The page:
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  • The celebration is based on the doctrine that the souls of the faithful which at death have not been cleansed from venial sins, or have not atoned for past transgressions, cannot attain the Beatific Vision, and that they may be helped to do so by prayer and by the sacrifice of the mass.

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  • The priestly families, we learn, hearing that the God preached by Gregory needed not sacrifice, sent to the king a deputation and asked how they were to live, if they became Christians; for until then the priests and their families had lived off the portions of the animal victims and other offerings reserved to them by pagan custom.

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  • The Eucharist was no doubt the one important sacrifice in the minds of the clergy who had attended the schools of Constantinople and Alexandria; yet the heart of the people remained in their ancient blood-offerings, and as late as the r2th century they were prone to deny that the mass could expiate the sins of the dead unless accompanied by the sacrifice of an animal.

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  • The Tyrians also offered Period, submission, but refused to allow the conqueror 333°69 B C. to enter the city and sacrifice to the Tyrian Heracles.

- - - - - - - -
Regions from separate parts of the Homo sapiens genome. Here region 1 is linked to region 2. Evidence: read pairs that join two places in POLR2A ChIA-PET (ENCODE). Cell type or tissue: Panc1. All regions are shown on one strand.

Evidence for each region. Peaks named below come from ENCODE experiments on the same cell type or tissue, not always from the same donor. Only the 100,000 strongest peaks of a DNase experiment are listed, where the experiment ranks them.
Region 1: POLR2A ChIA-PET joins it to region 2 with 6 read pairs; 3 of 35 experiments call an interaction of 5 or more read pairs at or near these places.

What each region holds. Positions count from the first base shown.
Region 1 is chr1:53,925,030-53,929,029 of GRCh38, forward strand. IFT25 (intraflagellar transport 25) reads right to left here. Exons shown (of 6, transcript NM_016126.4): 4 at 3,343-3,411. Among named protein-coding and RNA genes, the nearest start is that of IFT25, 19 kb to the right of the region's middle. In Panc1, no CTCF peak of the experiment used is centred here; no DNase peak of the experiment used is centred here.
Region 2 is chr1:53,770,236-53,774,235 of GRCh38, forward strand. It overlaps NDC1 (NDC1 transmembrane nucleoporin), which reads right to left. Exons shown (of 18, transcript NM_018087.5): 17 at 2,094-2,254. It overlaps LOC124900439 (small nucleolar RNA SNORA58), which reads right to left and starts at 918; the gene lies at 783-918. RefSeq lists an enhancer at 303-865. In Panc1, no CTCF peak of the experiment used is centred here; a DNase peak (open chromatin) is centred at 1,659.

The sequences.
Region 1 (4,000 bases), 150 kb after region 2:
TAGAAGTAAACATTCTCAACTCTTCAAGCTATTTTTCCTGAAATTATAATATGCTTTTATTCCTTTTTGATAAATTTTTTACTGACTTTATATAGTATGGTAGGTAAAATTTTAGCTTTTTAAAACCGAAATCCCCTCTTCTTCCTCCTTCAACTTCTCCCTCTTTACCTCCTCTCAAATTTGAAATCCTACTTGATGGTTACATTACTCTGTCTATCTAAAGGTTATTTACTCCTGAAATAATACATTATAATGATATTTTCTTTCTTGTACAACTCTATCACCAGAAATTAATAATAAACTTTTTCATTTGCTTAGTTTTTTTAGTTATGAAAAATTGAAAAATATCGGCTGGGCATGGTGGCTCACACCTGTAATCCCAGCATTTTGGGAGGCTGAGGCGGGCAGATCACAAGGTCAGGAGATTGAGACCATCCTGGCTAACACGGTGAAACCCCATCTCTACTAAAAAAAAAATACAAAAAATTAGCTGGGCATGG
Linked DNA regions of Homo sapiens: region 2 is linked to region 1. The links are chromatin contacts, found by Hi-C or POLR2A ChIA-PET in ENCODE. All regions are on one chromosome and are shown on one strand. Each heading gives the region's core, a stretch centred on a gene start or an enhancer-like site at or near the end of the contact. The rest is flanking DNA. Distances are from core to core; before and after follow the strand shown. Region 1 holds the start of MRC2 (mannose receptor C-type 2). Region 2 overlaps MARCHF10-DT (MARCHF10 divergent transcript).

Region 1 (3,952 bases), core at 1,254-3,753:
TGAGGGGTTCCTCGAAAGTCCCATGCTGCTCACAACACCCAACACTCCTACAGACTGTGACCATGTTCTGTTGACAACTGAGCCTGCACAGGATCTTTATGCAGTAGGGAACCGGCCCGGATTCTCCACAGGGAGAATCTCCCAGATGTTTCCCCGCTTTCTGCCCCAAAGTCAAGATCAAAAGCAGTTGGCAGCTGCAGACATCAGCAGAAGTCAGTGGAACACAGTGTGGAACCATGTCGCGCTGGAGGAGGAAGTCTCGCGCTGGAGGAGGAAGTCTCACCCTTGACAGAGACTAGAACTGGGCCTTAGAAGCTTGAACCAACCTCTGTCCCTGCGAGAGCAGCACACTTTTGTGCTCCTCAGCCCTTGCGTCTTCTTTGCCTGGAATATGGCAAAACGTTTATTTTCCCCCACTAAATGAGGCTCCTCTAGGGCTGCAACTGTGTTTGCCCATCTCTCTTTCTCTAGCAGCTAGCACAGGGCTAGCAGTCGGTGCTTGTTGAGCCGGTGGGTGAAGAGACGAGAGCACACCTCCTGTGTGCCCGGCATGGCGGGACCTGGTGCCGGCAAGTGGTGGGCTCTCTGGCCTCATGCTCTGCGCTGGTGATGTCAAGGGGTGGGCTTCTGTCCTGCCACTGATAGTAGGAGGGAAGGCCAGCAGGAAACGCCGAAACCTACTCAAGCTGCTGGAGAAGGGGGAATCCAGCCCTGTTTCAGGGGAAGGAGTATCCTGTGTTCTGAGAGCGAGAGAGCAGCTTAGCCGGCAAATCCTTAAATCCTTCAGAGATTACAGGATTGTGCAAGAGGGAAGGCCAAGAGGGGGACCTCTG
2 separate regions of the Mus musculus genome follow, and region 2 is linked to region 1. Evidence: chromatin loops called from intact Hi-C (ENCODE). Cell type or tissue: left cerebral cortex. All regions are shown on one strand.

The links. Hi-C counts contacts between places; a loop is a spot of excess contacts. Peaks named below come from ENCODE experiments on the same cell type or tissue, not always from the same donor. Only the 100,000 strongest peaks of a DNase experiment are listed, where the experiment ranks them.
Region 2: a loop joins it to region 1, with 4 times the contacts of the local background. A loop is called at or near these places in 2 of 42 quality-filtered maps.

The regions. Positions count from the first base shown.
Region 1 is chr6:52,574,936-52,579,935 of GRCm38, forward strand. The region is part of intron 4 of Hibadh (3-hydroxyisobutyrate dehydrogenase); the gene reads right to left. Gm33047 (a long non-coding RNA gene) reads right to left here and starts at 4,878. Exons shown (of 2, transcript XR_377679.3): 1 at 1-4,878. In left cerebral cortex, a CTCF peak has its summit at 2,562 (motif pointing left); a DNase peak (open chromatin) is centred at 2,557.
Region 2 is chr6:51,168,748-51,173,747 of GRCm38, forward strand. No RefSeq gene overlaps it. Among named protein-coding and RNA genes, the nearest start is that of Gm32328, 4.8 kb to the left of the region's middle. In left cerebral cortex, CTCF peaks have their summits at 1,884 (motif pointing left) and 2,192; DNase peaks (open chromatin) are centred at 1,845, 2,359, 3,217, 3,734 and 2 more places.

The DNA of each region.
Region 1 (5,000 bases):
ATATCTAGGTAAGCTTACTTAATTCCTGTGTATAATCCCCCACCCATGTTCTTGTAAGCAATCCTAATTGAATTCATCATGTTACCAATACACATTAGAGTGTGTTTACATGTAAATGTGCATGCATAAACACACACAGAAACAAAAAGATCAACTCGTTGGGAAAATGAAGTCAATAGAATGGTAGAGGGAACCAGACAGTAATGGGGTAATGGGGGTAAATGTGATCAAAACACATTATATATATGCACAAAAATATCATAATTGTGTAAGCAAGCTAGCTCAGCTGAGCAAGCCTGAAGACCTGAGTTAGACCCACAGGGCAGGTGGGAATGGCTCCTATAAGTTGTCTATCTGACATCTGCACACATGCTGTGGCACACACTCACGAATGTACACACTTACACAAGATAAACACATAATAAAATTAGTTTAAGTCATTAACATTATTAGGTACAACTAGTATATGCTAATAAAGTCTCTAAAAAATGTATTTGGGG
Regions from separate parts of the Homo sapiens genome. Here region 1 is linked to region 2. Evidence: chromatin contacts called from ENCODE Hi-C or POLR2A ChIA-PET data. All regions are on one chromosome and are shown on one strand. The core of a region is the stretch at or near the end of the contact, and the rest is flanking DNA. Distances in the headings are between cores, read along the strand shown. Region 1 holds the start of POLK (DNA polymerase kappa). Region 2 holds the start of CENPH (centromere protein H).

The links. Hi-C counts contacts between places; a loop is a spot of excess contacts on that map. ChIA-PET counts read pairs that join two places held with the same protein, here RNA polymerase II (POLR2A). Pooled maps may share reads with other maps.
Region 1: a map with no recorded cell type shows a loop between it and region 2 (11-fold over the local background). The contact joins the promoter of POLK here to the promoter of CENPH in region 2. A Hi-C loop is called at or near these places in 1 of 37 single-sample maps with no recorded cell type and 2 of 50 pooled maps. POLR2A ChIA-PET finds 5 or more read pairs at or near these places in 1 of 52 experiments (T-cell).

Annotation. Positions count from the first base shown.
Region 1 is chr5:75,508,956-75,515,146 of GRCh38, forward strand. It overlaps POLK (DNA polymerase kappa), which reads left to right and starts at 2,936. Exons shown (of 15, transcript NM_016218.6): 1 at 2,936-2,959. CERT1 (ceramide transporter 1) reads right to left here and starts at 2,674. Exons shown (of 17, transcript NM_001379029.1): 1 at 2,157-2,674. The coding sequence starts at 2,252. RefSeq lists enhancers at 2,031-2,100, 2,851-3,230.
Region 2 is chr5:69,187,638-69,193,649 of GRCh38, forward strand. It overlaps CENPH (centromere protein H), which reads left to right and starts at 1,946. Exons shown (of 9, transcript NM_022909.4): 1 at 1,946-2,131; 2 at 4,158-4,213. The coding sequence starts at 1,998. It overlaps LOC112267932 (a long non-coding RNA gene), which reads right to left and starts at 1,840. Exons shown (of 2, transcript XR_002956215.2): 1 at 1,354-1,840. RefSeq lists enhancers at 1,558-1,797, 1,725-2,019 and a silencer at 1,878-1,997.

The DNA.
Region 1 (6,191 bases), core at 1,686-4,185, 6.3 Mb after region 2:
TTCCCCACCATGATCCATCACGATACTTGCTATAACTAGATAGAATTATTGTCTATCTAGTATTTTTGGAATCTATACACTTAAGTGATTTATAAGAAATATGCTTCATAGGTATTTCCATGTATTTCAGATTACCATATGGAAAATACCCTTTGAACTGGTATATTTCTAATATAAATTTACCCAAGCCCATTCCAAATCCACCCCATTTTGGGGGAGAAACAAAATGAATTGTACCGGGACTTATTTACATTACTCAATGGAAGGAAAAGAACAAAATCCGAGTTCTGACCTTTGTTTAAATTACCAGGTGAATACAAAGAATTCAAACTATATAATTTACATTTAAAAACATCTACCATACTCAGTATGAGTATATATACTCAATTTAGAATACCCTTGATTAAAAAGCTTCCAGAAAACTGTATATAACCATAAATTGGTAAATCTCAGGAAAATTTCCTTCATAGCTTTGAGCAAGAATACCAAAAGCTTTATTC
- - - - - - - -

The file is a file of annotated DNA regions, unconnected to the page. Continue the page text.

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  • inscriptions mention altars of stone and bronze, and from the sacrificial tariffs which have survived we learn that the chief types of sacrifice among the Phoenicians were analogous to those which we find in the Old Testament (ibid.

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  • Another horrible sacrifice was regularly demanded by Phoenician religion: women sacrificed their virginity at the shrines of Astarte in the belief that they thus propitiated the goddess and won her favour (Frazer, ibid.

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  • The amice, whatever its origin or symbolism, became specifically a vestment associated with the sacrifice of the Mass, and as such it was rejected with the other "Mass vestments" in England at the Reformation.

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  • It has even been suggested that this gave rise to the myth of the blood accusation in which Jews are alleged to sacrifice a Christian child at Passover; but this is unlikely, since it has never been suggested that this crime was committed in connexion with Purim.

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  • influence had penetrated into remote country districts, pagan festivals were almost entirely neglected, and animals for sacrifice could scarcely find purchasers.